Agitated over the passage of National Medical Commission (NMC) Bill in the Lok Sabha, residents doctors of government hospitals, including AIIMS and RML in Delhi, have threatened to go on an indefinite strike, including withdrawal of services at emergency departments on Thursday, reported PTI.
The effect was felt in West Bengal, where healthcare services were crippled in most state-run hospitals as doctors stayed away from work on Wednesday in response to a 24-hour strike called by the IMA. Several health facilities across the country responded to it including states like Gujarat, Rajasthan. More than 28,000 doctors in Gujarat joined the protest.
The bill, which seeks to replace the Medical Council of India (MCI), is slated to be tabled in the Rajya Sabha on Thursday. The bill provides for the setting up of a National Medical Commission in place of the MCI for the development and regulation of all aspects of medical education, profession and institutions.
Alleging that the bill was “anti-poor, anti-student and undemocratic,” Dr Sumedh Sandanshiv, president, Federation of Resident Doctors’ Association (FORDA) said, “Resident doctors will refrain from working in the OPDs, emergency departments and ICUs as a mark of protest on Thursday and the strike will continue for an indefinite period if the bill is tabled and passed in the Rajya Sabha.”
Doctors have demanded certain amendments in the bill. According to them, if not amended, the bill would lead to the deterioration of medical education and the degradation of healthcare services in the country. One particular clause they have objected to is Section 45 of the bill, which, they claim, empowers the Centre to override any suggestion of the National Medical Commission.
“The autonomy and pride of the entire medical fraternity have been surrendered to the whims and fancies of politicians and bureaucrats even as the Union health minister is a doctor himself,” AIIMS RDA president Amarinder Singh Malhi and president of its students’ union Mukul Kumar said in a joint statement.
“The government can also make any directions to the NMC and the autonomous boards constituted there-under regarding any policy matter to be followed religiously without any argument by the commission. This is a mockery of representative democracy,” they had said.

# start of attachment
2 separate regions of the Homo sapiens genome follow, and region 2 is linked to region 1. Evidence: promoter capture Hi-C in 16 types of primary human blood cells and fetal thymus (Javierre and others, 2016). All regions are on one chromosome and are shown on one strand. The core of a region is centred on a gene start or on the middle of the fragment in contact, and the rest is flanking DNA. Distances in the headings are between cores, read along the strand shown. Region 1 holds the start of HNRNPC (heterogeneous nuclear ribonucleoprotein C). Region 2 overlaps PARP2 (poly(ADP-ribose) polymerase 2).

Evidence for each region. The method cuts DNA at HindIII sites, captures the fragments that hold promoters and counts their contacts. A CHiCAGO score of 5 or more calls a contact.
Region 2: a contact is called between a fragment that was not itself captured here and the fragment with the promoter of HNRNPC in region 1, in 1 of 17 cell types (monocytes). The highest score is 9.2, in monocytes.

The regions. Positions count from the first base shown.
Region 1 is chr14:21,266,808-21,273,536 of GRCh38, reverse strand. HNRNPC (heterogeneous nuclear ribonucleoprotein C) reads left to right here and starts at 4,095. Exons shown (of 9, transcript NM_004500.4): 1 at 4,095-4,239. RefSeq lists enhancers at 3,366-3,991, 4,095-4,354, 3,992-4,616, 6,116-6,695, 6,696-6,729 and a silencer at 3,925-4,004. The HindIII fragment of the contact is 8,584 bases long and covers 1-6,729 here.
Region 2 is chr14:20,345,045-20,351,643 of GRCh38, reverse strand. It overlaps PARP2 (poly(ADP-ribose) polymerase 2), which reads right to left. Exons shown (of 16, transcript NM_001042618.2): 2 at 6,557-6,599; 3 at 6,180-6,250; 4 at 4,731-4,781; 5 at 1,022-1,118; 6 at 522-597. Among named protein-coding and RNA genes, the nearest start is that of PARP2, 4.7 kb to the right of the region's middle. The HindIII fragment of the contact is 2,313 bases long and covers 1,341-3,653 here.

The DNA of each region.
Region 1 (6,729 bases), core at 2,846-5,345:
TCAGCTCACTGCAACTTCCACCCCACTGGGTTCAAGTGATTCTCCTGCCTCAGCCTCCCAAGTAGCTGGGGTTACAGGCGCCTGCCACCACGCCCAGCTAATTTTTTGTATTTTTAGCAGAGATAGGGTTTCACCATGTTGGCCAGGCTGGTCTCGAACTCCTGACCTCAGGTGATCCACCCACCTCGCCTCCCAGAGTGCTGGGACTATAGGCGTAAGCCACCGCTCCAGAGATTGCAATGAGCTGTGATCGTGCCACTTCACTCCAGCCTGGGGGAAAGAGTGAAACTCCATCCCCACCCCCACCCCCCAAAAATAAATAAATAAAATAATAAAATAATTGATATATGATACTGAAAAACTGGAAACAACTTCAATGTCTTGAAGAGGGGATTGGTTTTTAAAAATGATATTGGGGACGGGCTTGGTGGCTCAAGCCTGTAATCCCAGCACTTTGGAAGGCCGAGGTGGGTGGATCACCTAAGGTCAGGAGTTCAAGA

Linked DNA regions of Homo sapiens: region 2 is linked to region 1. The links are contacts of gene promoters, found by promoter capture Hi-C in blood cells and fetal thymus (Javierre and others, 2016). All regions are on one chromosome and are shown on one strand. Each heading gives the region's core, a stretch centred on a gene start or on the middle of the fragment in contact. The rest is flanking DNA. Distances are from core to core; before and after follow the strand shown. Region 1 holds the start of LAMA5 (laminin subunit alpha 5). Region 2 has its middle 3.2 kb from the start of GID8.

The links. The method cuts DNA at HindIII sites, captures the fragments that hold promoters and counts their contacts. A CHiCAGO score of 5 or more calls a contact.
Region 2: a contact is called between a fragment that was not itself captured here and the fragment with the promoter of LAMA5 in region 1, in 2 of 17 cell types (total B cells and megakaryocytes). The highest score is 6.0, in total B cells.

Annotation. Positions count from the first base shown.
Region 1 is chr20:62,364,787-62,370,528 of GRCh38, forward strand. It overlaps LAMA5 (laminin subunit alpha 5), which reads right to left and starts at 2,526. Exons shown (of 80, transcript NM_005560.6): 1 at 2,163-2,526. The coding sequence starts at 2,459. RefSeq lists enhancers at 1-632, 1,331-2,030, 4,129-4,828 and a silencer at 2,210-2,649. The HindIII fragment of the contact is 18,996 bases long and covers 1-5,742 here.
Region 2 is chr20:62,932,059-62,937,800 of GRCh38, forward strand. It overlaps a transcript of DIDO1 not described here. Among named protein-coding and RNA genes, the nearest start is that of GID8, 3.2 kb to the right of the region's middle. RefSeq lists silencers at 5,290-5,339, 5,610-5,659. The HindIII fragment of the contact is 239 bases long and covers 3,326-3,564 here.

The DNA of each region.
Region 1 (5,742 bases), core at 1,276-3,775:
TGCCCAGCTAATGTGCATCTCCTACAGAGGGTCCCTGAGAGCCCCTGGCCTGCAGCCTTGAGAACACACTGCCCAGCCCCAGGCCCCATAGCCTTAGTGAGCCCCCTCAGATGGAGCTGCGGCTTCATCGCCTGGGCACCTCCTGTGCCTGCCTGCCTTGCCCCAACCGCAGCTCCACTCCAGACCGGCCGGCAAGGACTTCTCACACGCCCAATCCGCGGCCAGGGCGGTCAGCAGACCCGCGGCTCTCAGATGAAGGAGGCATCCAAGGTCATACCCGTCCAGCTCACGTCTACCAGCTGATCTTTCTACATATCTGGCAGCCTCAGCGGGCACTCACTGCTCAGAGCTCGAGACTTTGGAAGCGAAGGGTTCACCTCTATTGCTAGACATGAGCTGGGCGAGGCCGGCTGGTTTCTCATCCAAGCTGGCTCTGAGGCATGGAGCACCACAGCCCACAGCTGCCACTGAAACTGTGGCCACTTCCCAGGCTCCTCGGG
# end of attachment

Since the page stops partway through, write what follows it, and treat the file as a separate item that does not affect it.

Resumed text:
At a joint meeting of representatives of the FORDA, the URDA and the RDA-AIIMS held on Tuesday, it was resolved to oppose the NMC Bill, 2019 in its current form.
“If it is tabled in its current form in the Rajya Sabha without any amendments, the medical fraternity across the country will be forced to resort to extreme measures, which may hamper the healthcare services nationwide. We will withdraw from essential and non-essential services from the hospitals for an indefinite period,” the AIIMS RDA, the FORDA and the Untied-RDA said in a joint statement.
The IMA is also opposing other provisions in the bill, including the decision to introduce the NEXT by scrapping the NEET-PG and regulation of fees by the NMC for 50 per cent seats in private medical colleges and deemed universities. The bill proposes a common final-year MBBS examination, to be known as the National Exit Test (NEXT), for admission to post-graduate medical courses and for obtaining a licence to practise medicine.
It would also act as a screening test for foreign medical graduates, official sources said. Besides, the National Eligibility-cum-Entrance Test (NEET), the common counselling and the NEXT will be applicable to institutes of national importance like the AIIMS in order to achieve a common standard in medical education across the country.